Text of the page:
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Mobile Apps Pose Security Risks

Posted on July 11, 2013 I Written By

Anne Zieger is a healthcare journalist who has written about the industry for 30 years. Her work has appeared in all of the leading healthcare industry publications, and she's served as editor in chief of several healthcare B2B sites.

Mobile apps that share files via the cloud may be popular, but they pose risks in a clinical setting, according to a study reported by FierceMobileHealthcare.

The study, which was conducted by the Ponemon Institute, concluded that many health organizations aren’t taking the steps needed to guard protected health information on mobile devices and in the cloud.  In fact, more than half of respondents (54 percent) reported having an average of five data breaches involving the loss or theft of a mobile device containing  PHI, according to FierceMobileHealthcare.

About 33 percent of Ponemon respondents said they need to access PHI to do their work. That being said, only 15 percent of survey respondents were aware of HIPAA’s security requirements for regulated data on mobile devices.  This was the case despite the fact that 33 percent of respondents were part of a HIPAA-covered entity.

Meanwhile, 40 percent of respondents weren’t sure if their organization’s policies on employee access and use of regulated data on mobile devices were HIPAA-compliant. Twelve percent said they were compliant, 31 percent were partially compliant and 17 percent said they were noncompliant.

While healthcare organizations may be playing it a bit fast and loose where use of the cloud via mobile is concerned, they’re still being very cautious where other  uses of the cloud are concerned, FierceMobileHealthcare notes.

According to a recent survey by technology vendor CDW, healthcare organizations ranked seventh out of eight industries studied when it came to adoption of cloud computing.  According to CDW, healthcare leaders cited security concerns about proprietary data and applications as reasons they’d been reluctant to adopt cloud technology.

A Ring Around the EHR and Health IT Twittersphere

Posted on March 11, 2012 I Written By

John Lynn is the Founder of the HealthcareScene.com blog network which currently consists of 10 blogs containing over 8000 articles with John having written over 4000 of the articles himself. These EMR and Healthcare IT related articles have been viewed over 16 million times. John also manages Healthcare IT Central and Healthcare IT Today, the leading career Health IT job board and blog. John is co-founder of InfluentialNetworks.com and Physia.com. John is highly involved in social media, and in addition to his blogs can also be found on Twitter: @techguy and @ehrandhit and LinkedIn.

One challenge that many bloggers face is creating good titles for all of their posts. I usually don’t have too much problem creating one. Although, I have to admit that when I do my weekend Twitter round ups, I often do have a problem coming up with a title. I don’t like them all to be essentially the same. Maybe I’ll just do the top two stories in the title in the future and then say and more… I mostly mention that because of the creative title above.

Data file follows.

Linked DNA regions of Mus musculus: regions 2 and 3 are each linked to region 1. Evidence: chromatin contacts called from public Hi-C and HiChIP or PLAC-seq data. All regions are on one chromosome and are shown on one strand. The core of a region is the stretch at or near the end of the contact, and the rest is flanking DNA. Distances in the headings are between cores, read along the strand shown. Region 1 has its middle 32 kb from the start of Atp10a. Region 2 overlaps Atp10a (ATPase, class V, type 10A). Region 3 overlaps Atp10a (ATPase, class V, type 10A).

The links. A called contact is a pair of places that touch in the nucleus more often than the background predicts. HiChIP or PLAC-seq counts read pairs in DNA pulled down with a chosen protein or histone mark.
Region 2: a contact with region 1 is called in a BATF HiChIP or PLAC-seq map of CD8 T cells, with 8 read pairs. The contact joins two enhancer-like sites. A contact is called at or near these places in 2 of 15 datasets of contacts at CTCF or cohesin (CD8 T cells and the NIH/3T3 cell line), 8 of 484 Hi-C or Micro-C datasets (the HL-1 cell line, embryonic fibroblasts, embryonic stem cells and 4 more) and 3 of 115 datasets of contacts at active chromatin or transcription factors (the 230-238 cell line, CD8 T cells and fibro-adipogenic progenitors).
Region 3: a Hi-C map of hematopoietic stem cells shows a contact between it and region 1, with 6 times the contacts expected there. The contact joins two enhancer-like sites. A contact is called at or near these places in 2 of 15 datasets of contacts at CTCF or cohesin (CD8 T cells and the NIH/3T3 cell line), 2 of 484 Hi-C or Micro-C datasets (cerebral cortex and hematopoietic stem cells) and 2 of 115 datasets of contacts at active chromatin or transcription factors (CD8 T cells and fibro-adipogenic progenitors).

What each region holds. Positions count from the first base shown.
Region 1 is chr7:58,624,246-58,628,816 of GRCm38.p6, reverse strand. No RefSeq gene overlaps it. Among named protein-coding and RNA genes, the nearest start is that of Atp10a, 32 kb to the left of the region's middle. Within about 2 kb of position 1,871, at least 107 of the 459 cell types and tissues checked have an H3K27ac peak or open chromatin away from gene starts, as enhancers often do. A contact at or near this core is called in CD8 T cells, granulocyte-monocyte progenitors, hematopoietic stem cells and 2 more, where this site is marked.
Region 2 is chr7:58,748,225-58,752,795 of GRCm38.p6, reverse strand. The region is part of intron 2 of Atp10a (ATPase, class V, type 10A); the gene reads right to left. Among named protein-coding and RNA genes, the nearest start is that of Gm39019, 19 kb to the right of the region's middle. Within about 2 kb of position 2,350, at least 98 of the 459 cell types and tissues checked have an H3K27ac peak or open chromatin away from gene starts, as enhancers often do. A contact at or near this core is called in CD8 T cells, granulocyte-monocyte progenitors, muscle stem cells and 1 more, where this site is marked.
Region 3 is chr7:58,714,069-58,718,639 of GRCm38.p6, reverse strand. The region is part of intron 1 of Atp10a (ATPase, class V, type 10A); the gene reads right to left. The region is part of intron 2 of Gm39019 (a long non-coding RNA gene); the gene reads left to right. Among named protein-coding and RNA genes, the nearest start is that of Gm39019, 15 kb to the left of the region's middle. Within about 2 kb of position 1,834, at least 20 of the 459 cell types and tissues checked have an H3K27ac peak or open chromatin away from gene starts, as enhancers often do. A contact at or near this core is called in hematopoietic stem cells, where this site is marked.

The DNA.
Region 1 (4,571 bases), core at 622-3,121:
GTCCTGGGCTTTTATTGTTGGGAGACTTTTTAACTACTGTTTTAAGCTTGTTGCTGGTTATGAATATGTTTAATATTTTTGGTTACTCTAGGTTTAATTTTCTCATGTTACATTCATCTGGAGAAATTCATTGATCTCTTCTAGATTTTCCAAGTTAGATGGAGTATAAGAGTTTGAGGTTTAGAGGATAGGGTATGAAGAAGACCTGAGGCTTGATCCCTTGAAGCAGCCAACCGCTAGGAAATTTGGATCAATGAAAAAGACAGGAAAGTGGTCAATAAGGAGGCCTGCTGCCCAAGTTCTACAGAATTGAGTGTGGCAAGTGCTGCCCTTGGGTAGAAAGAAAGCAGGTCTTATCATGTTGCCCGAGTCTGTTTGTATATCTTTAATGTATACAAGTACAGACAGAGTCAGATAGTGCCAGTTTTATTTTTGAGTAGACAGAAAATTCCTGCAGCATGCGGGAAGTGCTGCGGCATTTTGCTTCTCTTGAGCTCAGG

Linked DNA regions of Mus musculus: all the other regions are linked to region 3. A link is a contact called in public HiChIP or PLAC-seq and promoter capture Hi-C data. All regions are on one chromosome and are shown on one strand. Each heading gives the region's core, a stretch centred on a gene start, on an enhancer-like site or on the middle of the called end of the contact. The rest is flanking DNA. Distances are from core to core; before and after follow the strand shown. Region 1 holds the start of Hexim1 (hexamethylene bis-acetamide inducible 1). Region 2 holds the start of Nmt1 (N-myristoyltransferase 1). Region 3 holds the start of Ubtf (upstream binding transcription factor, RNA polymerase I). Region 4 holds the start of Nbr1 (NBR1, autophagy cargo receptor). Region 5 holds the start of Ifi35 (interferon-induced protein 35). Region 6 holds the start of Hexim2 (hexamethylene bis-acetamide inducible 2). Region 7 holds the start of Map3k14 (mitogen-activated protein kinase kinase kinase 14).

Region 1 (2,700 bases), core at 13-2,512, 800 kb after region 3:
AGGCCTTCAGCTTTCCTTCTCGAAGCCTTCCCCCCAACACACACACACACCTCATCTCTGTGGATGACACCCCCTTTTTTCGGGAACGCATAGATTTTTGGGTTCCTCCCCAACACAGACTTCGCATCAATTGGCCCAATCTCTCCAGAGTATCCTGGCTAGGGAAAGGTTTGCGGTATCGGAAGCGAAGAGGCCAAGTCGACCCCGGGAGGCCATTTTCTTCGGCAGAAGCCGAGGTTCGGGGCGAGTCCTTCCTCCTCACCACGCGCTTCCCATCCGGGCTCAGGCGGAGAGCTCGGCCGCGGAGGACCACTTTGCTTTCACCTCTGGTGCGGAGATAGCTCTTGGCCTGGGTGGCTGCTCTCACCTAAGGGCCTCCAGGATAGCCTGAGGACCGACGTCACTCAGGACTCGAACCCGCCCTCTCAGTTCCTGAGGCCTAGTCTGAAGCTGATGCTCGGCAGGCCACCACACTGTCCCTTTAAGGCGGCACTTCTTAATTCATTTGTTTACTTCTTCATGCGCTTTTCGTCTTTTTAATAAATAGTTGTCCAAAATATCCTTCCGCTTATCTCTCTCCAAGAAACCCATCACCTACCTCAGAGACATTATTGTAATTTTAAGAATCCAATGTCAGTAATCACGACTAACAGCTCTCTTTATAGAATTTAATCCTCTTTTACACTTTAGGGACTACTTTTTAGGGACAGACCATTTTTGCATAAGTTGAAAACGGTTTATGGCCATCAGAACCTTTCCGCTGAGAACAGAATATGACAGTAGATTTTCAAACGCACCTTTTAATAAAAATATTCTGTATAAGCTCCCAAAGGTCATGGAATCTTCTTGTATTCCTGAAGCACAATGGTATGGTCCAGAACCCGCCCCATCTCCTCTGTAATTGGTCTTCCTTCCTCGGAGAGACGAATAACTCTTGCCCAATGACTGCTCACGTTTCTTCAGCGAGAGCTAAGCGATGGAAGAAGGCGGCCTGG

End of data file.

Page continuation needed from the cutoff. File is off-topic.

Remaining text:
Ok, enough discussion of blog titles. Let’s get to the meat of the tweets that I found. A number of these are really substantial pieces of news. So, take a look and enjoy.


I’m sure many might be wondering why this is in an EMR and health IT roundup. The EMR mentioned in the tweet is not electronic medical record. However, if you love tech, you’ll be amazed at that post. It’s such a great illustration of how what Amazon is doing with EC2 and their other “cloud” services is going to continue lowering the costs for so many internet services.

I like to think about it this way. How many servers are running at maximum capacity all the time? The answer is none of them. In fact, many of them often use some small percentage of what that server could process. So, that means there’s a lot of wasted processing power on servers. I think services like Amazon EC2 create such an interesting model since they have so many fewer wasted resources.


Yes, this is a survey by CDW healthcare, but that’s a pretty strong number regardless of who is doing the survey.


I’ve become more and more annoyed by the way our current payment system causes so many perverse incentives. It really makes me want to find ways to change the system.


It could be the most overlooked. Although, the question we should be asking is why is it overlooked? I think the answer is that it’s not an easy thing to understand during the selection process.


Nice job by Neil of covering Epocrates selling their EHR software. This is BIG news. Sure we could argue that Epocrates didn’t have the DNA in their company to build and sell EHR. However, this should be a cautionary tale for other EHR vendors trying to enter the market. Of course, entrepreneurs will ignore this caution and enter anyway. That’s why I love entrepreneurship.


This story was passed around on Twitter all week this last week. It probably deserves more than a tweet at the end of a Twitter round up. This is a great story about an iPad EMR saving a life, but it’s also a great story about patient information being available in emergent situations. I’ve met a number of companies that are working on this problem (including My Crisis Records who advertises on one of my sites). I think over the next 5 years we’re going to see a really dramatic change in how an emergency responder addresses a medical situation. I look forward to that day. I believe information is power and I think we can do a lot better getting them the information that will make them more powerful.